Meanwhile, the album version was produced by Phil Spector, who is more of a general music industry legend (1939-2021). In more recent times, Spector perhaps became better known for having spent over a decade of his life in prison, where he ultimately passed away, on a murder charge.
That said, the album version also features a few more minute differences than the singles’ release, besides the guitar overdubbing alluded to earlier. And both versions were made public through the Beatles’ own Apple Records (or more specifically, in the case of the single version, its parent company, Apple Corps).
Even More Versions
There’s also another, less-elaborate recording of “Let It Be” that has found its way into circulation. That take, which was recorded about a week before the two previously mentioned, found its way onto the Fab Four’s compilation project “Anthology 3”, which came out in 1996.
In 2003, Apple Records dropped a Beatles’ remix album called “Let It Be… Naked”. And as indicated by its title, the LP did feature another version of this song.
And finally, the entire “Let It Be” album was expanded and reissued in 2021, under the title “Let It Be: Special Edition”. That project also features a couple of remixes of the song (most notably one that Glyn Johns conducted in 1969) as well as a number of previously-unreleased takes of it.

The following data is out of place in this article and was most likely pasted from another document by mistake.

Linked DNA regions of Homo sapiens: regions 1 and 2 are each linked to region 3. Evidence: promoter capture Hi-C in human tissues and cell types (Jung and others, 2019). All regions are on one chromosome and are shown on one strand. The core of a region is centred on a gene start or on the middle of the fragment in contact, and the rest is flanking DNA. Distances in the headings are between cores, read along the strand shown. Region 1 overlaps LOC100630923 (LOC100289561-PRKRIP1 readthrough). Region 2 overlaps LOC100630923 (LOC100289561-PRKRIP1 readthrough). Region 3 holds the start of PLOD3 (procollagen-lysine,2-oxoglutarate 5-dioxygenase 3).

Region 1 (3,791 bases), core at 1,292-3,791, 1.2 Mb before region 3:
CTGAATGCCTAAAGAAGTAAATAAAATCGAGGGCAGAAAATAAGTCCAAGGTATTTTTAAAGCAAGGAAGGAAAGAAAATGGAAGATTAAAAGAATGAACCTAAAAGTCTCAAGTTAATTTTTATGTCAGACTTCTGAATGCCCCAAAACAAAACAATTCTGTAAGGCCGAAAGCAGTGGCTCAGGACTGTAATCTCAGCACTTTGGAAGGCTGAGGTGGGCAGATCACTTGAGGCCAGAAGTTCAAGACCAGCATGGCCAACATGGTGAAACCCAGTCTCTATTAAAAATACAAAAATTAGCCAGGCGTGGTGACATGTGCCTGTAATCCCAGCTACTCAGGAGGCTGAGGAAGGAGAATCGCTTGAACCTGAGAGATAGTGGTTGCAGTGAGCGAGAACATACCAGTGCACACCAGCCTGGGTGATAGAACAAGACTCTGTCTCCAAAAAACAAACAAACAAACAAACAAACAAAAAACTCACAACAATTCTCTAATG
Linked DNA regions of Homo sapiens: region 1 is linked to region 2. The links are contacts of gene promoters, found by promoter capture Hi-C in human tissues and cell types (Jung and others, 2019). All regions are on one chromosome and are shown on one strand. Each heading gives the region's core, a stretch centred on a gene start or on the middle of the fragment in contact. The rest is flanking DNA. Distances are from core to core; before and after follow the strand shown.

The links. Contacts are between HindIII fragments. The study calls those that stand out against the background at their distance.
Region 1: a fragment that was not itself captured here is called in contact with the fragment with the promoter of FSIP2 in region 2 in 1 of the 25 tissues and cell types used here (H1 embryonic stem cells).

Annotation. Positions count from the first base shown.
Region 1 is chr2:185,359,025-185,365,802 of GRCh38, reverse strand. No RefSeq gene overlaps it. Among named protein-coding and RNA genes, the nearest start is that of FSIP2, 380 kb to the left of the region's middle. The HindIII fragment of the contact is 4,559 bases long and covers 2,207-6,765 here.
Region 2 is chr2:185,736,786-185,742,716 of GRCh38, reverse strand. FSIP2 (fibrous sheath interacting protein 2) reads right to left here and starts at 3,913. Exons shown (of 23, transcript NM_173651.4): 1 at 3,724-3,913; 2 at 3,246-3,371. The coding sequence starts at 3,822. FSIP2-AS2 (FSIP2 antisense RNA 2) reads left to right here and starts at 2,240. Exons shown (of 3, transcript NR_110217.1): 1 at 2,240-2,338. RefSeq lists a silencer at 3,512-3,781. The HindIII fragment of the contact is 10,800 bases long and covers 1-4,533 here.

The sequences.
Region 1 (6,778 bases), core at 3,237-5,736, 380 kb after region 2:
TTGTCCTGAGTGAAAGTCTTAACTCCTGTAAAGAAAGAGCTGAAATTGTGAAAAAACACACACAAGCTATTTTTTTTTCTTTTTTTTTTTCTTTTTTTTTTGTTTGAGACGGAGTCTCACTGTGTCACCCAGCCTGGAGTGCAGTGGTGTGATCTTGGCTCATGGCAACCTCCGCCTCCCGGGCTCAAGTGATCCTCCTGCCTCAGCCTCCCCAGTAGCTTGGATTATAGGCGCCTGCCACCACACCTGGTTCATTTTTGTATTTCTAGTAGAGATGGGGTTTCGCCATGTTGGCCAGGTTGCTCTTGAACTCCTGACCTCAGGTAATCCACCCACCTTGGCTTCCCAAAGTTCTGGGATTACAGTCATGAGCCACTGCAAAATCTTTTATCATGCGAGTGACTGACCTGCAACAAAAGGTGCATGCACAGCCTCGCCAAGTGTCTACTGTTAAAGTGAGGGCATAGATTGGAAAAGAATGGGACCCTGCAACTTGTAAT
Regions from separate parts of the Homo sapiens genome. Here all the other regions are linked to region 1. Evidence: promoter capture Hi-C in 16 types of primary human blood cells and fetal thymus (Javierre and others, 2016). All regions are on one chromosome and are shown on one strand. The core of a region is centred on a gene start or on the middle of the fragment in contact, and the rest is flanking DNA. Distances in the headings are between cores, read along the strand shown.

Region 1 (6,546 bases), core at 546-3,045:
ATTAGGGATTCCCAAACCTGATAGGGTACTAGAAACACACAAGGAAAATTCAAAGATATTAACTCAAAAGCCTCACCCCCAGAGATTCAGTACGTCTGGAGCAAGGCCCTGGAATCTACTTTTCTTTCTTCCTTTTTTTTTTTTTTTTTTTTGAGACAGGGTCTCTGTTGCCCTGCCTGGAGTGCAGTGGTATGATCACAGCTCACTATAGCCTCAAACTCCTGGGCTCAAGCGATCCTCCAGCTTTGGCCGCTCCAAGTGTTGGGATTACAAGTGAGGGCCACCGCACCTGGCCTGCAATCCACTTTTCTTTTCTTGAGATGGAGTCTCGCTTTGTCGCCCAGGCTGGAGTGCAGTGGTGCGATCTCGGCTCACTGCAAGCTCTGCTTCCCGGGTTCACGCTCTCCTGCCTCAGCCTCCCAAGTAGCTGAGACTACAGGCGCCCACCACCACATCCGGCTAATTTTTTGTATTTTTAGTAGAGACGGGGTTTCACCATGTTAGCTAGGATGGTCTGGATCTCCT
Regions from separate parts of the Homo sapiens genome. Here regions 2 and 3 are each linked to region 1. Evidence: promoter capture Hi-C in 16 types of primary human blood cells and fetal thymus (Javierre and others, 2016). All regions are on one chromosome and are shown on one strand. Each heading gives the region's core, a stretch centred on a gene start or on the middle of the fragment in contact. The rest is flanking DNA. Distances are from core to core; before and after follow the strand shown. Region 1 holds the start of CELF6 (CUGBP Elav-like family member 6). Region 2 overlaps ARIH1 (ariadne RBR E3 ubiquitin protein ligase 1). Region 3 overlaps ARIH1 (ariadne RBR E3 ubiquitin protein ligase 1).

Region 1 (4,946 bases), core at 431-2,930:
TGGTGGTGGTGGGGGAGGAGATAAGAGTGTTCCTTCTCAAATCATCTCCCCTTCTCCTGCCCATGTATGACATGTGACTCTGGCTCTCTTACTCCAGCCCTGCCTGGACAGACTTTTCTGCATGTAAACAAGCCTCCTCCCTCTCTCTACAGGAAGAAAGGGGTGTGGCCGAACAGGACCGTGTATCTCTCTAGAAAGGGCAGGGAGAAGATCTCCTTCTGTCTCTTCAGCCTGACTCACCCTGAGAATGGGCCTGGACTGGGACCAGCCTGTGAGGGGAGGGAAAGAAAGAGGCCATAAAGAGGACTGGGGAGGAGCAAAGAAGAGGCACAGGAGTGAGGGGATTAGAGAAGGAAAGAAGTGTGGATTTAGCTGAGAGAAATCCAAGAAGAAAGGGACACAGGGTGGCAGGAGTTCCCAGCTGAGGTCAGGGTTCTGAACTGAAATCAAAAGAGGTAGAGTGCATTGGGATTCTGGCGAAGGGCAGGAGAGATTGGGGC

Live Performances of “Let It Be”
As can be gleaned by the song’s massive success, the Beatles were very much hot when “Let It Be” was dropped. However, by that time, they had already all but disbanded. So by the looks of things, there’s only one recorded live performance of this song in which they all participated. This performance was on an episode of the Ed Sullivan Show dated 1 March 1970.
As a soloist, it is only Paul McCartney who is on record (according to Wikipedia) as having performed “Let It Be” throughout the years. That reality would likely have to due in part to the fact that, with John Lennon being murdered in 1980, Macca was the only Beatles who proved musically relevant on his own in the long run.
But also, he and Lennon are in fact the credited writers of this song. Both McCartney and Starr, i.e. the two surviving former Beatles, are known to play the band’s songs on occasion, though royalties must be paid in the process. So since Starr didn’t have a hand in writing “Let It Be”, chances are he is less compelled to play it live for that very reason.
That said, McCartney has played this classic on some of the world’s biggest stages. For example, Paul performed this tune during the massive 1985 charity event called Live Aid.
Some More Famous Live Performances
Other notable live performances include:
- 2001’s Concert for New York City (that was held in the aftermath of 9/11)
- During Queen Elizabeth II’s Diamond Jubilee celebration in 2012
Also to note, Macca, Starr and George Harrison sang it together during Linda McCartney’s memorial service in 1998.
Paul also laid down a private rendition of “Let It Be” for Vladimir Putin, when he performed in Moscow in 2003. And with that in mind, interesting to note is that in 1972, this song marked the first Beatles’ track to be released in what was then known as the Soviet Union.